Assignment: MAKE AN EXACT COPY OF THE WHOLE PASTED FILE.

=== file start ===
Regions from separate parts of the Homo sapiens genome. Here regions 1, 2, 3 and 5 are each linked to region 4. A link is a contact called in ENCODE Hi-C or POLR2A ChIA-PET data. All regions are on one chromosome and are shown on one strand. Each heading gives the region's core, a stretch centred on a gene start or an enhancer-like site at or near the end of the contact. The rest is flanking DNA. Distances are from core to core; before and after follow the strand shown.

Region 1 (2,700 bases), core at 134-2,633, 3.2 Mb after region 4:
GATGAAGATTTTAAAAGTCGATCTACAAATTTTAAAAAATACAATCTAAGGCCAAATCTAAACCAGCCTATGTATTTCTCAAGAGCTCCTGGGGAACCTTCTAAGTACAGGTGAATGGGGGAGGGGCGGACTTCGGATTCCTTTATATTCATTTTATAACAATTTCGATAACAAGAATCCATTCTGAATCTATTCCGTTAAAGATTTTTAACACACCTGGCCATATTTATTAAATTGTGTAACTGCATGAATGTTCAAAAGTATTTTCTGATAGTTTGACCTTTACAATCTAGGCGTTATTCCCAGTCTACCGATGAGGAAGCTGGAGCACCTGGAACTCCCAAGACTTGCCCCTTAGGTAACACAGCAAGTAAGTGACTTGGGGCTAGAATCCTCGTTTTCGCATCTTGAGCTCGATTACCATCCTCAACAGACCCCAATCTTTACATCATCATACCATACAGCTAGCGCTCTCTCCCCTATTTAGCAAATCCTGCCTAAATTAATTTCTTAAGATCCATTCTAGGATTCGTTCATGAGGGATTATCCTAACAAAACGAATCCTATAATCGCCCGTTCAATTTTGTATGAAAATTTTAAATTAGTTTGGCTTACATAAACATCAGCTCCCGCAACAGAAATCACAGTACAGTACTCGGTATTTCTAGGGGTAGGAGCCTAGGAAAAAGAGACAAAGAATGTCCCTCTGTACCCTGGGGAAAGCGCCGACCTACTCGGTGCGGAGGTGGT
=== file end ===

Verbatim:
Regions from separate parts of the Homo sapiens genome. Here regions 1, 2, 3 and 5 are each linked to region 4. A link is a contact called in ENCODE Hi-C or POLR2A ChIA-PET data. All regions are on one chromosome and are shown on one strand. Each heading gives the region's core, a stretch centred on a gene start or an enhancer-like site at or near the end of the contact. The rest is flanking DNA. Distances are from core to core; before and after follow the strand shown.

Region 1 (2,700 bases), core at 134-2,633, 3.2 Mb after region 4:
GATGAAGATTTTAAAAGTCGATCTACAAATTTTAAAAAATACAATCTAAGGCCAAATCTAAACCAGCCTATGTATTTCTCAAGAGCTCCTGGGGAACCTTCTAAGTACAGGTGAATGGGGGAGGGGCGGACTTCGGATTCCTTTATATTCATTTTATAACAATTTCGATAACAAGAATCCATTCTGAATCTATTCCGTTAAAGATTTTTAACACACCTGGCCATATTTATTAAATTGTGTAACTGCATGAATGTTCAAAAGTATTTTCTGATAGTTTGACCTTTACAATCTAGGCGTTATTCCCAGTCTACCGATGAGGAAGCTGGAGCACCTGGAACTCCCAAGACTTGCCCCTTAGGTAACACAGCAAGTAAGTGACTTGGGGCTAGAATCCTCGTTTTCGCATCTTGAGCTCGATTACCATCCTCAACAGACCCCAATCTTTACATCATCATACCATACAGCTAGCGCTCTCTCCCCTATTTAGCAAATCCTGCCTAAATTAATTTCTTAAGATCCATTCTAGGATTCGTTCATGAGGGATTATCCTAACAAAACGAATCCTATAATCGCCCGTTCAATTTTGTATGAAAATTTTAAATTAGTTTGGCTTACATAAACATCAGCTCCCGCAACAGAAATCACAGTACAGTACTCGGTATTTCTAGGGGTAGGAGCCTAGGAAAAAGAGACAAAGAATGTCCCTCTGTACCCTGGGGAAAGCGCCGACCTACTCGGTGCGGAGGTGGT